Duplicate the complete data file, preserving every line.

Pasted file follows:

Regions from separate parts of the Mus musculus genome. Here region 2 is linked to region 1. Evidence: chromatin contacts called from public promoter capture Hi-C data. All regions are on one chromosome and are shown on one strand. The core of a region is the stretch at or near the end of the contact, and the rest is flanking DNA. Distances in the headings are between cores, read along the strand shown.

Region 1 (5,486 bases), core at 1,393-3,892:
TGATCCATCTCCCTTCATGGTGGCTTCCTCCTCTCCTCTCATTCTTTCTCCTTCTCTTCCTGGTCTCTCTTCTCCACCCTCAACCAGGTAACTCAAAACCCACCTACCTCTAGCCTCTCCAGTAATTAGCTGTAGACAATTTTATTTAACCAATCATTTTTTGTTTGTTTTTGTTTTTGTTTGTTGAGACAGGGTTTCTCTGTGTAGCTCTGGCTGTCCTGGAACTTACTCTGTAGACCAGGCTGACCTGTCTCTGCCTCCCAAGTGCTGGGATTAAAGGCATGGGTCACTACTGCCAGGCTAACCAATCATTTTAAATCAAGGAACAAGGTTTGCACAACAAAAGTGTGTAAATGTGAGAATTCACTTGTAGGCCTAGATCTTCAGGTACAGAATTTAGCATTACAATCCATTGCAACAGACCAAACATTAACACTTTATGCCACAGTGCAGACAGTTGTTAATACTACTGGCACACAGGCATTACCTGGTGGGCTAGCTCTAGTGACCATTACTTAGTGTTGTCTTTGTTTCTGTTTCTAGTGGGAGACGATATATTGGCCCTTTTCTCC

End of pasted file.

Regions from separate parts of the Mus musculus genome. Here region 2 is linked to region 1. Evidence: chromatin contacts called from public promoter capture Hi-C data. All regions are on one chromosome and are shown on one strand. The core of a region is the stretch at or near the end of the contact, and the rest is flanking DNA. Distances in the headings are between cores, read along the strand shown.

Region 1 (5,486 bases), core at 1,393-3,892:
TGATCCATCTCCCTTCATGGTGGCTTCCTCCTCTCCTCTCATTCTTTCTCCTTCTCTTCCTGGTCTCTCTTCTCCACCCTCAACCAGGTAACTCAAAACCCACCTACCTCTAGCCTCTCCAGTAATTAGCTGTAGACAATTTTATTTAACCAATCATTTTTTGTTTGTTTTTGTTTTTGTTTGTTGAGACAGGGTTTCTCTGTGTAGCTCTGGCTGTCCTGGAACTTACTCTGTAGACCAGGCTGACCTGTCTCTGCCTCCCAAGTGCTGGGATTAAAGGCATGGGTCACTACTGCCAGGCTAACCAATCATTTTAAATCAAGGAACAAGGTTTGCACAACAAAAGTGTGTAAATGTGAGAATTCACTTGTAGGCCTAGATCTTCAGGTACAGAATTTAGCATTACAATCCATTGCAACAGACCAAACATTAACACTTTATGCCACAGTGCAGACAGTTGTTAATACTACTGGCACACAGGCATTACCTGGTGGGCTAGCTCTAGTGACCATTACTTAGTGTTGTCTTTGTTTCTGTTTCTAGTGGGAGACGATATATTGGCCCTTTTCTCC